The history of April Fool’s Day

Oreta Wright
Sun Columnist

The history of April Fool’s Day or All Fool’s Day is uncertain. The current thinking is that it began around 1582 in France with the reform of the calendar under Charles IX. The Gregorian Calendar was introduced, and New Year’s Day was moved from March 25 - April 1 (new year’s week) to Jan. 1.
Communications traveled slowly in those days and some people were only informed of the change several years later. Still others, who were rebellious refused to acknowledge the change and continued to celebrate on the last day of the former celebration, April 1.
Those people were labeled “fools” by the general populace, were subject to ridicule and sent on “fool errands,” sent invitations to nonexistent parties and had other practical jokes played on them.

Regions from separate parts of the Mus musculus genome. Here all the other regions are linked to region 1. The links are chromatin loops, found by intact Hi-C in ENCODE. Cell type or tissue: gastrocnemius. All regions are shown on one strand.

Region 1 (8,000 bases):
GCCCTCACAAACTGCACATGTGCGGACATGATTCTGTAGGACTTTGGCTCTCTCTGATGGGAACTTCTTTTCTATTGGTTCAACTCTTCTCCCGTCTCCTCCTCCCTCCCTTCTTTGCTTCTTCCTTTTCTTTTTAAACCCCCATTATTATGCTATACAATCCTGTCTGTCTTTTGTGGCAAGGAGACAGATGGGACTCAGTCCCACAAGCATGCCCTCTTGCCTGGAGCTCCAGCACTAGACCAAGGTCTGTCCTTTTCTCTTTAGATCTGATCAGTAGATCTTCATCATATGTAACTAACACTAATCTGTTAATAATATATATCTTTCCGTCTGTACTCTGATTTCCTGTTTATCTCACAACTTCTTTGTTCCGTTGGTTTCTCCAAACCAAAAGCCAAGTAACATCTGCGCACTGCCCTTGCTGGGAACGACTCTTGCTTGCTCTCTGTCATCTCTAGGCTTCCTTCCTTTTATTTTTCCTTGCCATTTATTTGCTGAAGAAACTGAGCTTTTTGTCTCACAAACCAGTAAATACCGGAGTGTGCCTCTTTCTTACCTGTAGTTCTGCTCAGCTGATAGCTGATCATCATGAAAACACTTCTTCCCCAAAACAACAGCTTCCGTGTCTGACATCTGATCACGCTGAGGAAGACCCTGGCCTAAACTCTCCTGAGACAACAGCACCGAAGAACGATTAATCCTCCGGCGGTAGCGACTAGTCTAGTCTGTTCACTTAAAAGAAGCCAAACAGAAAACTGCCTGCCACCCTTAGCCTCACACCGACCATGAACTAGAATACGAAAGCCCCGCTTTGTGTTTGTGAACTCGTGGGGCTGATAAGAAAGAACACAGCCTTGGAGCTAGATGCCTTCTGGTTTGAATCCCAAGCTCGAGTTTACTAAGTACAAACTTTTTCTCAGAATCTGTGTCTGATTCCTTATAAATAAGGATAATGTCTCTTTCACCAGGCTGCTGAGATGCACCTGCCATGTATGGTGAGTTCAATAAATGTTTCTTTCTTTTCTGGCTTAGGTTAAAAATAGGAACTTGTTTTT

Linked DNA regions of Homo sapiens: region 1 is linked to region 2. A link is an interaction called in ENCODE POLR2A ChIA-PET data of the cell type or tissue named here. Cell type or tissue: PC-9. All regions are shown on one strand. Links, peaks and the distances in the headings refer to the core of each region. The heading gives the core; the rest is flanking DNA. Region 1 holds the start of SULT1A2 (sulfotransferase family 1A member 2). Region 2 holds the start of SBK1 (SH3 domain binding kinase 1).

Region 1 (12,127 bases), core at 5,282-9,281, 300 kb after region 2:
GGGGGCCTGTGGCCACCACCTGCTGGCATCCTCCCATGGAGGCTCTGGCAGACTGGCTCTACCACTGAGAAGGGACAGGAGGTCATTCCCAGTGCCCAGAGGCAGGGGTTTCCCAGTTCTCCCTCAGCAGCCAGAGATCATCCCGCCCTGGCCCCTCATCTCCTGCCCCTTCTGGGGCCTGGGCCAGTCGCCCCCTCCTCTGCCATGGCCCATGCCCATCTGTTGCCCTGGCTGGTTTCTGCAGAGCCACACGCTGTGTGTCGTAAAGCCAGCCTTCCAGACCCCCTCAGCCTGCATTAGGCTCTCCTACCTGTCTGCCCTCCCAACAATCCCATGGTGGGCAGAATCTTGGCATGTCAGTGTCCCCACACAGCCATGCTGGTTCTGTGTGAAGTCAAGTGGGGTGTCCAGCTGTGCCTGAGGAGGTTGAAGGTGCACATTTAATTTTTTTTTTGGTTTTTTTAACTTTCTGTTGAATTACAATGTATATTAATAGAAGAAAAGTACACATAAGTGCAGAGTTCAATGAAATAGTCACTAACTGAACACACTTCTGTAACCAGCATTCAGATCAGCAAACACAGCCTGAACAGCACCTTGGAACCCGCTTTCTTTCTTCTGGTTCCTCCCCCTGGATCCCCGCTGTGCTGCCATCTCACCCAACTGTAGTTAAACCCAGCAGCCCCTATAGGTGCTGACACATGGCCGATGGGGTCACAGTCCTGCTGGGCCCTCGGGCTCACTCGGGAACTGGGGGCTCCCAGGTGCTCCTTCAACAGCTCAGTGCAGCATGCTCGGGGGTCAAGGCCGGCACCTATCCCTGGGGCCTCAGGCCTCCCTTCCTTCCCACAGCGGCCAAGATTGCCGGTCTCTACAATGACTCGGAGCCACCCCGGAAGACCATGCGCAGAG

The harassment evolved over time and a custom of prank playing continued on the first of April. This tradition eventually spread elsewhere like to Britain and Scotland in the 18th century and was introduced to the American colonies by the French and the English.
Because of this spread to other countries, April Fool’s day has taken on an international flavor with each country celebrating the holiday in its own way.
So, no matter where you happen to be in the world on April 1, don’t be surprised if an April Fool’s joke is played on you. I’m sure you have seen the “Kick Me” sign and “If you have Prince Albert in a can, please let him out.” Pranks were always played at schools. I’m sure you can identify with many of them or played some good ones on your friends.

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